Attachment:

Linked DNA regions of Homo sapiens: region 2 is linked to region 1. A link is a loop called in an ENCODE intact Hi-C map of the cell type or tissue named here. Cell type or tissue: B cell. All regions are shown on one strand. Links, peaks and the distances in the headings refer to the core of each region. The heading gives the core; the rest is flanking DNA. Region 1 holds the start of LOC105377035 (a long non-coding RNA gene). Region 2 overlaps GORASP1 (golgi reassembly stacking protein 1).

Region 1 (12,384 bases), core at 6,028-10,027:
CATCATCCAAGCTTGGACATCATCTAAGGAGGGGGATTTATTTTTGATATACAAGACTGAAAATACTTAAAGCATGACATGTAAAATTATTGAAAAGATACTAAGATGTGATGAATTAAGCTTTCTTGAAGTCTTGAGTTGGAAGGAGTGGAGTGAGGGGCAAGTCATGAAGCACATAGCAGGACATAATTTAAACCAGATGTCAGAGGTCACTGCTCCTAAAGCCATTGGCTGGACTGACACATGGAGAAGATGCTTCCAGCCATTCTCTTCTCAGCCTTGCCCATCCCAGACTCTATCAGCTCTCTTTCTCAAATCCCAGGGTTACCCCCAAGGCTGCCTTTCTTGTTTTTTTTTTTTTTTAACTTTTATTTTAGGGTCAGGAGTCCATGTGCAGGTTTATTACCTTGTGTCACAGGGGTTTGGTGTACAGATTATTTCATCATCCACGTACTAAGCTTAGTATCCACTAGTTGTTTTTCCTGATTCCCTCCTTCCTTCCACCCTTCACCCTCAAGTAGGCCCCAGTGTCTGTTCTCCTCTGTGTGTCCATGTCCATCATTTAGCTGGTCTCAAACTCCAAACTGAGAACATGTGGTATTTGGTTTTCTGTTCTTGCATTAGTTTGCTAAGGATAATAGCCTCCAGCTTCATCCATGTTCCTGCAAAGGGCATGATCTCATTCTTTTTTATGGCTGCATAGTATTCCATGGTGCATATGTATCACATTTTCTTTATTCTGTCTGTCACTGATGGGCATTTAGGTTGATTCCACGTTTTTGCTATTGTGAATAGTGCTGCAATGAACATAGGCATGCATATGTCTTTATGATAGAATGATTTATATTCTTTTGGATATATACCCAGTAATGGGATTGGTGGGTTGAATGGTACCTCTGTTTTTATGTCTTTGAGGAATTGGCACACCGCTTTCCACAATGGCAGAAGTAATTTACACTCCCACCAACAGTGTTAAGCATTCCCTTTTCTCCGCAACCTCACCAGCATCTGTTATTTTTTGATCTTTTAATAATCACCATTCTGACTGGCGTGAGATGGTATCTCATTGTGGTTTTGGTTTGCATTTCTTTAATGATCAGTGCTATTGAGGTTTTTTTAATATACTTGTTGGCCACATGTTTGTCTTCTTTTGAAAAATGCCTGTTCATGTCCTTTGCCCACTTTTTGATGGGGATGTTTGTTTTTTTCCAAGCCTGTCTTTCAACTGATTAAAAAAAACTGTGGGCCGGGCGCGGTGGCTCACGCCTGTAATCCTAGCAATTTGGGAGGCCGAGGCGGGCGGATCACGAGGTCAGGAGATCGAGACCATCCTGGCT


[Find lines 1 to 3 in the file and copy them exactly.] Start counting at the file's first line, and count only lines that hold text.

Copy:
Linked DNA regions of Homo sapiens: region 2 is linked to region 1. A link is a loop called in an ENCODE intact Hi-C map of the cell type or tissue named here. Cell type or tissue: B cell. All regions are shown on one strand. Links, peaks and the distances in the headings refer to the core of each region. The heading gives the core; the rest is flanking DNA. Region 1 holds the start of LOC105377035 (a long non-coding RNA gene). Region 2 overlaps GORASP1 (golgi reassembly stacking protein 1).

Region 1 (12,384 bases), core at 6,028-10,027:
CATCATCCAAGCTTGGACATCATCTAAGGAGGGGGATTTATTTTTGATATACAAGACTGAAAATACTTAAAGCATGACATGTAAAATTATTGAAAAGATACTAAGATGTGATGAATTAAGCTTTCTTGAAGTCTTGAGTTGGAAGGAGTGGAGTGAGGGGCAAGTCATGAAGCACATAGCAGGACATAATTTAAACCAGATGTCAGAGGTCACTGCTCCTAAAGCCATTGGCTGGACTGACACATGGAGAAGATGCTTCCAGCCATTCTCTTCTCAGCCTTGCCCATCCCAGACTCTATCAGCTCTCTTTCTCAAATCCCAGGGTTACCCCCAAGGCTGCCTTTCTTGTTTTTTTTTTTTTTTAACTTTTATTTTAGGGTCAGGAGTCCATGTGCAGGTTTATTACCTTGTGTCACAGGGGTTTGGTGTACAGATTATTTCATCATCCACGTACTAAGCTTAGTATCCACTAGTTGTTTTTCCTGATTCCCTCCTTCCTTCCACCCTTCACCCTCAAGTAGGCCCCAGTGTCTGTTCTCCTCTGTGTGTCCATGTCCATCATTTAGCTGGTCTCAAACTCCAAACTGAGAACATGTGGTATTTGGTTTTCTGTTCTTGCATTAGTTTGCTAAGGATAATAGCCTCCAGCTTCATCCATGTTCCTGCAAAGGGCATGATCTCATTCTTTTTTATGGCTGCATAGTATTCCATGGTGCATATGTATCACATTTTCTTTATTCTGTCTGTCACTGATGGGCATTTAGGTTGATTCCACGTTTTTGCTATTGTGAATAGTGCTGCAATGAACATAGGCATGCATATGTCTTTATGATAGAATGATTTATATTCTTTTGGATATATACCCAGTAATGGGATTGGTGGGTTGAATGGTACCTCTGTTTTTATGTCTTTGAGGAATTGGCACACCGCTTTCCACAATGGCAGAAGTAATTTACACTCCCACCAACAGTGTTAAGCATTCCCTTTTCTCCGCAACCTCACCAGCATCTGTTATTTTTTGATCTTTTAATAATCACCATTCTGACTGGCGTGAGATGGTATCTCATTGTGGTTTTGGTTTGCATTTCTTTAATGATCAGTGCTATTGAGGTTTTTTTAATATACTTGTTGGCCACATGTTTGTCTTCTTTTGAAAAATGCCTGTTCATGTCCTTTGCCCACTTTTTGATGGGGATGTTTGTTTTTTTCCAAGCCTGTCTTTCAACTGATTAAAAAAAACTGTGGGCCGGGCGCGGTGGCTCACGCCTGTAATCCTAGCAATTTGGGAGGCCGAGGCGGGCGGATCACGAGGTCAGGAGATCGAGACCATCCTGGCT